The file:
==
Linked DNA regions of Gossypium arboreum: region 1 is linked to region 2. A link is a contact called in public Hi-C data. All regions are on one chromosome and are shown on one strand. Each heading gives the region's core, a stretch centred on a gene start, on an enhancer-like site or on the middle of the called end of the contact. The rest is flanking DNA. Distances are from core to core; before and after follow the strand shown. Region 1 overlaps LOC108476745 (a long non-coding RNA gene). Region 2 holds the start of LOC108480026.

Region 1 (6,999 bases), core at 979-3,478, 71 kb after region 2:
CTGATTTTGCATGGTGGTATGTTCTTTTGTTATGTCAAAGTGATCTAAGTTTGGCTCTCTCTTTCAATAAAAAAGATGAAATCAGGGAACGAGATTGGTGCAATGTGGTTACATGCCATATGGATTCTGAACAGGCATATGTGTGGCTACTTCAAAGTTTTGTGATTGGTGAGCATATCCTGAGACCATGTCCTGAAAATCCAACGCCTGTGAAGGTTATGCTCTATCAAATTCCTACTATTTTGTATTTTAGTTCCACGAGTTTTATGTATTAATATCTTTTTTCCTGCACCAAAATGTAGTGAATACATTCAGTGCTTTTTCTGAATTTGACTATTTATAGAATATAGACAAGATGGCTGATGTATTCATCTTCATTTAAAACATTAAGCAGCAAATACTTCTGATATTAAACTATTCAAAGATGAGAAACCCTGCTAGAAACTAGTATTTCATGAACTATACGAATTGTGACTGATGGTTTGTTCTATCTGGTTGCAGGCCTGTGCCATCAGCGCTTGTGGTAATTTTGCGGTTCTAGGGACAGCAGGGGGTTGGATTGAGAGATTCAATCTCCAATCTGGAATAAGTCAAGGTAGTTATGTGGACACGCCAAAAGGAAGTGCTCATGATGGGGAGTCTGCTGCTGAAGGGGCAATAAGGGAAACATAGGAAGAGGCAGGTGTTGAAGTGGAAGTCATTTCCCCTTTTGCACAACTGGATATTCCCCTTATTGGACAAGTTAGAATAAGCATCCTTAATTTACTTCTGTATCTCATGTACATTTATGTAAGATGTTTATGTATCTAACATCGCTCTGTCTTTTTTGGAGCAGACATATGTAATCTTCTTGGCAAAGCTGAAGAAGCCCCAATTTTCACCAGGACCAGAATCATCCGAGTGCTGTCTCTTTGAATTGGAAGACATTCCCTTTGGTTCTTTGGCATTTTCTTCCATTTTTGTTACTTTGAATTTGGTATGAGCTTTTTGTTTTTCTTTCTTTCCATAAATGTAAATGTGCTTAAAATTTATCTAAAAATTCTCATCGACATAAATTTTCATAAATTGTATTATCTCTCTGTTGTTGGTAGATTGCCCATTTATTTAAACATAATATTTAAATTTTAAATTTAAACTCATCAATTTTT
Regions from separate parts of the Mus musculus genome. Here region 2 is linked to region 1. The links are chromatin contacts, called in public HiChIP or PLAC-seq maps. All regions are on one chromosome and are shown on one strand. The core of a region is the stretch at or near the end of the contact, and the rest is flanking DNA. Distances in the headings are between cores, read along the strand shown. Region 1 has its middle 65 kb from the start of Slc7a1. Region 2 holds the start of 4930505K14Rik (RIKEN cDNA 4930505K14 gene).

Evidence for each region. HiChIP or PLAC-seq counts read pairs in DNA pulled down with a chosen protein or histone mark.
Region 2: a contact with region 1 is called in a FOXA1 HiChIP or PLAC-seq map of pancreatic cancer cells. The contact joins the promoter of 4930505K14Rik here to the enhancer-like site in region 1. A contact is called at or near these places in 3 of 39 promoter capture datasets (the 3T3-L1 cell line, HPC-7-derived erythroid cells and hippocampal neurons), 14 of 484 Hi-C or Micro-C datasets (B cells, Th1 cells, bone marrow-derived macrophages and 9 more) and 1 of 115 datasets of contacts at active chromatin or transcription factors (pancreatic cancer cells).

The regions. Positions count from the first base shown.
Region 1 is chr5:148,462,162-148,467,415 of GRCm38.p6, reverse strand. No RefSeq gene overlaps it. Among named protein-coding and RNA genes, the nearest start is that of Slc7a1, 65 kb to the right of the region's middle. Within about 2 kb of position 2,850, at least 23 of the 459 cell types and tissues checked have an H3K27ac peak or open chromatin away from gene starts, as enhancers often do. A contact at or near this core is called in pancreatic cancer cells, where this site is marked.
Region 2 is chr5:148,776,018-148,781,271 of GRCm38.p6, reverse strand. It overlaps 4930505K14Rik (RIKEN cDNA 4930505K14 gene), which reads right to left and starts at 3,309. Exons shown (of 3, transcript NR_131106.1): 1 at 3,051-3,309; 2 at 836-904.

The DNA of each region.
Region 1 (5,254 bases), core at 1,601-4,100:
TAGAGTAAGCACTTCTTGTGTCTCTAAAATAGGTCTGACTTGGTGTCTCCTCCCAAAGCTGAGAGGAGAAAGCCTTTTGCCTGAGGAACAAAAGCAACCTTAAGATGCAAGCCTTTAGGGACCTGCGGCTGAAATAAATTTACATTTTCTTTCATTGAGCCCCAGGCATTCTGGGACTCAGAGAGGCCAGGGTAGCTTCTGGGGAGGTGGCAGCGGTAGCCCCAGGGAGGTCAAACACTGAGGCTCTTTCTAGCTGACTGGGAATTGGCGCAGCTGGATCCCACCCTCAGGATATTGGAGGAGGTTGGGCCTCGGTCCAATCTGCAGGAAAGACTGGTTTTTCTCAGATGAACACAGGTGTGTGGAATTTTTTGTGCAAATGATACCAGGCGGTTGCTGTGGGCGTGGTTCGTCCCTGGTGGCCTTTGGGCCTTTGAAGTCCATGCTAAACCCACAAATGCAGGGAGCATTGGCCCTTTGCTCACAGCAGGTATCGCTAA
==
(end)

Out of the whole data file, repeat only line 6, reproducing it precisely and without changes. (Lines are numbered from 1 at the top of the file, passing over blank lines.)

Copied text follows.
Region 2: a contact with region 1 is called in a FOXA1 HiChIP or PLAC-seq map of pancreatic cancer cells. The contact joins the promoter of 4930505K14Rik here to the enhancer-like site in region 1. A contact is called at or near these places in 3 of 39 promoter capture datasets (the 3T3-L1 cell line, HPC-7-derived erythroid cells and hippocampal neurons), 14 of 484 Hi-C or Micro-C datasets (B cells, Th1 cells, bone marrow-derived macrophages and 9 more) and 1 of 115 datasets of contacts at active chromatin or transcription factors (pancreatic cancer cells).